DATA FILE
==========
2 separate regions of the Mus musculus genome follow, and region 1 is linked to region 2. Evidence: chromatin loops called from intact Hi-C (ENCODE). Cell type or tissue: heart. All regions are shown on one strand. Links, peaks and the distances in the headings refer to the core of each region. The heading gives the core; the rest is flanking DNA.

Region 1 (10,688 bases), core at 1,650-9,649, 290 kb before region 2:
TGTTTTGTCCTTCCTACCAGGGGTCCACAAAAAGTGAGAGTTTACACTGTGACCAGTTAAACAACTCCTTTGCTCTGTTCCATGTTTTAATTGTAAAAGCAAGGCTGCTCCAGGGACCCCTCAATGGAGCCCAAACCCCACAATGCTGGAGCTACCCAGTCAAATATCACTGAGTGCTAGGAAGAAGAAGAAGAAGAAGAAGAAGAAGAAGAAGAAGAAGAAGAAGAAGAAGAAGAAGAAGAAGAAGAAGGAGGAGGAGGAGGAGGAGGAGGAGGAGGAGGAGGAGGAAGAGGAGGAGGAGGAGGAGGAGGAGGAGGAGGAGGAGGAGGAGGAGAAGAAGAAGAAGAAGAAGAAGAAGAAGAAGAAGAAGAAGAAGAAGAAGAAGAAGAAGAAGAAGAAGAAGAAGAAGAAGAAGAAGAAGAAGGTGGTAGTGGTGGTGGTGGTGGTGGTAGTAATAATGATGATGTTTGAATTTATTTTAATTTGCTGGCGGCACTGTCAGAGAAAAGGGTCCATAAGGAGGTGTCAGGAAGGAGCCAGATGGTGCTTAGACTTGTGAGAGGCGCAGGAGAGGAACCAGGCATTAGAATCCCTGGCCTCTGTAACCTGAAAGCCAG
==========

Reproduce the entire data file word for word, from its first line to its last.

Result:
2 separate regions of the Mus musculus genome follow, and region 1 is linked to region 2. Evidence: chromatin loops called from intact Hi-C (ENCODE). Cell type or tissue: heart. All regions are shown on one strand. Links, peaks and the distances in the headings refer to the core of each region. The heading gives the core; the rest is flanking DNA.

Region 1 (10,688 bases), core at 1,650-9,649, 290 kb before region 2:
TGTTTTGTCCTTCCTACCAGGGGTCCACAAAAAGTGAGAGTTTACACTGTGACCAGTTAAACAACTCCTTTGCTCTGTTCCATGTTTTAATTGTAAAAGCAAGGCTGCTCCAGGGACCCCTCAATGGAGCCCAAACCCCACAATGCTGGAGCTACCCAGTCAAATATCACTGAGTGCTAGGAAGAAGAAGAAGAAGAAGAAGAAGAAGAAGAAGAAGAAGAAGAAGAAGAAGAAGAAGAAGAAGAAGAAGGAGGAGGAGGAGGAGGAGGAGGAGGAGGAGGAGGAGGAAGAGGAGGAGGAGGAGGAGGAGGAGGAGGAGGAGGAGGAGGAGGAGAAGAAGAAGAAGAAGAAGAAGAAGAAGAAGAAGAAGAAGAAGAAGAAGAAGAAGAAGAAGAAGAAGAAGAAGAAGAAGAAGAAGAAGAAGGTGGTAGTGGTGGTGGTGGTGGTGGTAGTAATAATGATGATGTTTGAATTTATTTTAATTTGCTGGCGGCACTGTCAGAGAAAAGGGTCCATAAGGAGGTGTCAGGAAGGAGCCAGATGGTGCTTAGACTTGTGAGAGGCGCAGGAGAGGAACCAGGCATTAGAATCCCTGGCCTCTGTAACCTGAAAGCCAG